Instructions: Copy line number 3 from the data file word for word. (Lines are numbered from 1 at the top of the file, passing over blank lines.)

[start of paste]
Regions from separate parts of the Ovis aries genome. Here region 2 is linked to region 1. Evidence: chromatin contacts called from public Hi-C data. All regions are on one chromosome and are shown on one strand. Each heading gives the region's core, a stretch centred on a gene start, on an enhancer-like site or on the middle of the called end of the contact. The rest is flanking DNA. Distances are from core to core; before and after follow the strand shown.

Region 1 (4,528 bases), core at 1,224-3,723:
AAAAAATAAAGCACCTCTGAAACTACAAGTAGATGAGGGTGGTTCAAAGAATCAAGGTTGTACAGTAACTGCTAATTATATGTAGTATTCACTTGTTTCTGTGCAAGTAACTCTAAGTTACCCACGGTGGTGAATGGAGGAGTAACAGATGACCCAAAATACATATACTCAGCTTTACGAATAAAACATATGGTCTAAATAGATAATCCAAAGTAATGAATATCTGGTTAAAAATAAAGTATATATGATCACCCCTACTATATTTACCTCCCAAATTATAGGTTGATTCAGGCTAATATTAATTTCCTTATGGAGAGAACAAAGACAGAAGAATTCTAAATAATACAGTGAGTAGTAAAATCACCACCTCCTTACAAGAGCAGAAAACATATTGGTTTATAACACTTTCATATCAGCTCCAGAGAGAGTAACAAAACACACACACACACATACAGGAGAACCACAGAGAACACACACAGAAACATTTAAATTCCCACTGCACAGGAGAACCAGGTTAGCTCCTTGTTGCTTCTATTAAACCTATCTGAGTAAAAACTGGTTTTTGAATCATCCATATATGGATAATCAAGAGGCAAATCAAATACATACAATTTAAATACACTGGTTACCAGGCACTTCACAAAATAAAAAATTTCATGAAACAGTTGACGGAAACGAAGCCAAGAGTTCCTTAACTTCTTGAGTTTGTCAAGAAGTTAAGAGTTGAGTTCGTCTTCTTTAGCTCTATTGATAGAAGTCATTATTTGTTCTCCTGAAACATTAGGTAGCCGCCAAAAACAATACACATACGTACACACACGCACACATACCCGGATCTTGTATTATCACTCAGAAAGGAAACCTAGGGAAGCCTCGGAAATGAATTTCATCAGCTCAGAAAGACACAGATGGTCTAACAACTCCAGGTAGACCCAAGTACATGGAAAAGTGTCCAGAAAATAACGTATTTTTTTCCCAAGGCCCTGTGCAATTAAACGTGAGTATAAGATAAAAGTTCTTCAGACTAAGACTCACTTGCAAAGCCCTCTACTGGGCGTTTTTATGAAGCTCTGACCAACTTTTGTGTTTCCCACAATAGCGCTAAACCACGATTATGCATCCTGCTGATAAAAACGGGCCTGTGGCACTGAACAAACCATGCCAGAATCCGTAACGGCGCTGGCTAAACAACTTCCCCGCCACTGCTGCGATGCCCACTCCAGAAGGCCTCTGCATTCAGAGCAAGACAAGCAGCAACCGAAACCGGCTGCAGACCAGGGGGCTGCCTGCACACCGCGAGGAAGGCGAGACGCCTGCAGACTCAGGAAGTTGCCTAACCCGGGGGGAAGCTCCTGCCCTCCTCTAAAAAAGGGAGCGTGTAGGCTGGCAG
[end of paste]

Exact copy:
AAAAAATAAAGCACCTCTGAAACTACAAGTAGATGAGGGTGGTTCAAAGAATCAAGGTTGTACAGTAACTGCTAATTATATGTAGTATTCACTTGTTTCTGTGCAAGTAACTCTAAGTTACCCACGGTGGTGAATGGAGGAGTAACAGATGACCCAAAATACATATACTCAGCTTTACGAATAAAACATATGGTCTAAATAGATAATCCAAAGTAATGAATATCTGGTTAAAAATAAAGTATATATGATCACCCCTACTATATTTACCTCCCAAATTATAGGTTGATTCAGGCTAATATTAATTTCCTTATGGAGAGAACAAAGACAGAAGAATTCTAAATAATACAGTGAGTAGTAAAATCACCACCTCCTTACAAGAGCAGAAAACATATTGGTTTATAACACTTTCATATCAGCTCCAGAGAGAGTAACAAAACACACACACACACATACAGGAGAACCACAGAGAACACACACAGAAACATTTAAATTCCCACTGCACAGGAGAACCAGGTTAGCTCCTTGTTGCTTCTATTAAACCTATCTGAGTAAAAACTGGTTTTTGAATCATCCATATATGGATAATCAAGAGGCAAATCAAATACATACAATTTAAATACACTGGTTACCAGGCACTTCACAAAATAAAAAATTTCATGAAACAGTTGACGGAAACGAAGCCAAGAGTTCCTTAACTTCTTGAGTTTGTCAAGAAGTTAAGAGTTGAGTTCGTCTTCTTTAGCTCTATTGATAGAAGTCATTATTTGTTCTCCTGAAACATTAGGTAGCCGCCAAAAACAATACACATACGTACACACACGCACACATACCCGGATCTTGTATTATCACTCAGAAAGGAAACCTAGGGAAGCCTCGGAAATGAATTTCATCAGCTCAGAAAGACACAGATGGTCTAACAACTCCAGGTAGACCCAAGTACATGGAAAAGTGTCCAGAAAATAACGTATTTTTTTCCCAAGGCCCTGTGCAATTAAACGTGAGTATAAGATAAAAGTTCTTCAGACTAAGACTCACTTGCAAAGCCCTCTACTGGGCGTTTTTATGAAGCTCTGACCAACTTTTGTGTTTCCCACAATAGCGCTAAACCACGATTATGCATCCTGCTGATAAAAACGGGCCTGTGGCACTGAACAAACCATGCCAGAATCCGTAACGGCGCTGGCTAAACAACTTCCCCGCCACTGCTGCGATGCCCACTCCAGAAGGCCTCTGCATTCAGAGCAAGACAAGCAGCAACCGAAACCGGCTGCAGACCAGGGGGCTGCCTGCACACCGCGAGGAAGGCGAGACGCCTGCAGACTCAGGAAGTTGCCTAACCCGGGGGGAAGCTCCTGCCCTCCTCTAAAAAAGGGAGCGTGTAGGCTGGCAG